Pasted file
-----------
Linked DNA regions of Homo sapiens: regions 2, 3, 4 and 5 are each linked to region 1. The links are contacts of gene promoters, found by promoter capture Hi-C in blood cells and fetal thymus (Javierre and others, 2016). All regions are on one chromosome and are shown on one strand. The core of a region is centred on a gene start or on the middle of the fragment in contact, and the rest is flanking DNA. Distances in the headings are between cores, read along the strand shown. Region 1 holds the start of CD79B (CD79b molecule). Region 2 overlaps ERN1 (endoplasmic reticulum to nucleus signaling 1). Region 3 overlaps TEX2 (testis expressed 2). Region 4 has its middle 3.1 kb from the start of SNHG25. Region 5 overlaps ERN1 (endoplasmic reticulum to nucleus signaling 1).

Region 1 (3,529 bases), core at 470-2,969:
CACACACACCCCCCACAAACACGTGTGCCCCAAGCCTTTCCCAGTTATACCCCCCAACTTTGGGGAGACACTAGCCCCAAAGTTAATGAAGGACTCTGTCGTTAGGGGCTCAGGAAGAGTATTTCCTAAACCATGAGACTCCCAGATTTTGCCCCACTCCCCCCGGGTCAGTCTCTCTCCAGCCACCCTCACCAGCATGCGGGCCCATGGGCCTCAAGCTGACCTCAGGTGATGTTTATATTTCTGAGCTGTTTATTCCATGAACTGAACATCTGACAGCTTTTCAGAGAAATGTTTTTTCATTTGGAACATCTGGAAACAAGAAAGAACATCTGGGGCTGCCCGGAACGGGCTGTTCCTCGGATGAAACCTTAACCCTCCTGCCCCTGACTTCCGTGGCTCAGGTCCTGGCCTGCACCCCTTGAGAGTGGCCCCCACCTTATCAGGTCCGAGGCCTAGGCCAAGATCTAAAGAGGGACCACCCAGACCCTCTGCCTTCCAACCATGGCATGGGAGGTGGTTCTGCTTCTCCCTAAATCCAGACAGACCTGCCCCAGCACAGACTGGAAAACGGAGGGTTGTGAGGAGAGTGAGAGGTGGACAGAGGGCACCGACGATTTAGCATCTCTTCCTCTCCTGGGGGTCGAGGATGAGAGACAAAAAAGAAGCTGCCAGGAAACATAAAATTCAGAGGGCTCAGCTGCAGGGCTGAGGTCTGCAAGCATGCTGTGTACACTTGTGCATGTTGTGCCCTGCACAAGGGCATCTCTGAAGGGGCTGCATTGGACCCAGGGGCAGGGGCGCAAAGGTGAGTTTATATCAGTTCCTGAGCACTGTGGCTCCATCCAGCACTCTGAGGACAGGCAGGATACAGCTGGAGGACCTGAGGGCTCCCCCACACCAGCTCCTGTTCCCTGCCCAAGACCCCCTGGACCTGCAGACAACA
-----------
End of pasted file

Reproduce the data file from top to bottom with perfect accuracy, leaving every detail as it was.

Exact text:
Linked DNA regions of Homo sapiens: regions 2, 3, 4 and 5 are each linked to region 1. The links are contacts of gene promoters, found by promoter capture Hi-C in blood cells and fetal thymus (Javierre and others, 2016). All regions are on one chromosome and are shown on one strand. The core of a region is centred on a gene start or on the middle of the fragment in contact, and the rest is flanking DNA. Distances in the headings are between cores, read along the strand shown. Region 1 holds the start of CD79B (CD79b molecule). Region 2 overlaps ERN1 (endoplasmic reticulum to nucleus signaling 1). Region 3 overlaps TEX2 (testis expressed 2). Region 4 has its middle 3.1 kb from the start of SNHG25. Region 5 overlaps ERN1 (endoplasmic reticulum to nucleus signaling 1).

Region 1 (3,529 bases), core at 470-2,969:
CACACACACCCCCCACAAACACGTGTGCCCCAAGCCTTTCCCAGTTATACCCCCCAACTTTGGGGAGACACTAGCCCCAAAGTTAATGAAGGACTCTGTCGTTAGGGGCTCAGGAAGAGTATTTCCTAAACCATGAGACTCCCAGATTTTGCCCCACTCCCCCCGGGTCAGTCTCTCTCCAGCCACCCTCACCAGCATGCGGGCCCATGGGCCTCAAGCTGACCTCAGGTGATGTTTATATTTCTGAGCTGTTTATTCCATGAACTGAACATCTGACAGCTTTTCAGAGAAATGTTTTTTCATTTGGAACATCTGGAAACAAGAAAGAACATCTGGGGCTGCCCGGAACGGGCTGTTCCTCGGATGAAACCTTAACCCTCCTGCCCCTGACTTCCGTGGCTCAGGTCCTGGCCTGCACCCCTTGAGAGTGGCCCCCACCTTATCAGGTCCGAGGCCTAGGCCAAGATCTAAAGAGGGACCACCCAGACCCTCTGCCTTCCAACCATGGCATGGGAGGTGGTTCTGCTTCTCCCTAAATCCAGACAGACCTGCCCCAGCACAGACTGGAAAACGGAGGGTTGTGAGGAGAGTGAGAGGTGGACAGAGGGCACCGACGATTTAGCATCTCTTCCTCTCCTGGGGGTCGAGGATGAGAGACAAAAAAGAAGCTGCCAGGAAACATAAAATTCAGAGGGCTCAGCTGCAGGGCTGAGGTCTGCAAGCATGCTGTGTACACTTGTGCATGTTGTGCCCTGCACAAGGGCATCTCTGAAGGGGCTGCATTGGACCCAGGGGCAGGGGCGCAAAGGTGAGTTTATATCAGTTCCTGAGCACTGTGGCTCCATCCAGCACTCTGAGGACAGGCAGGATACAGCTGGAGGACCTGAGGGCTCCCCCACACCAGCTCCTGTTCCCTGCCCAAGACCCCCTGGACCTGCAGACAACA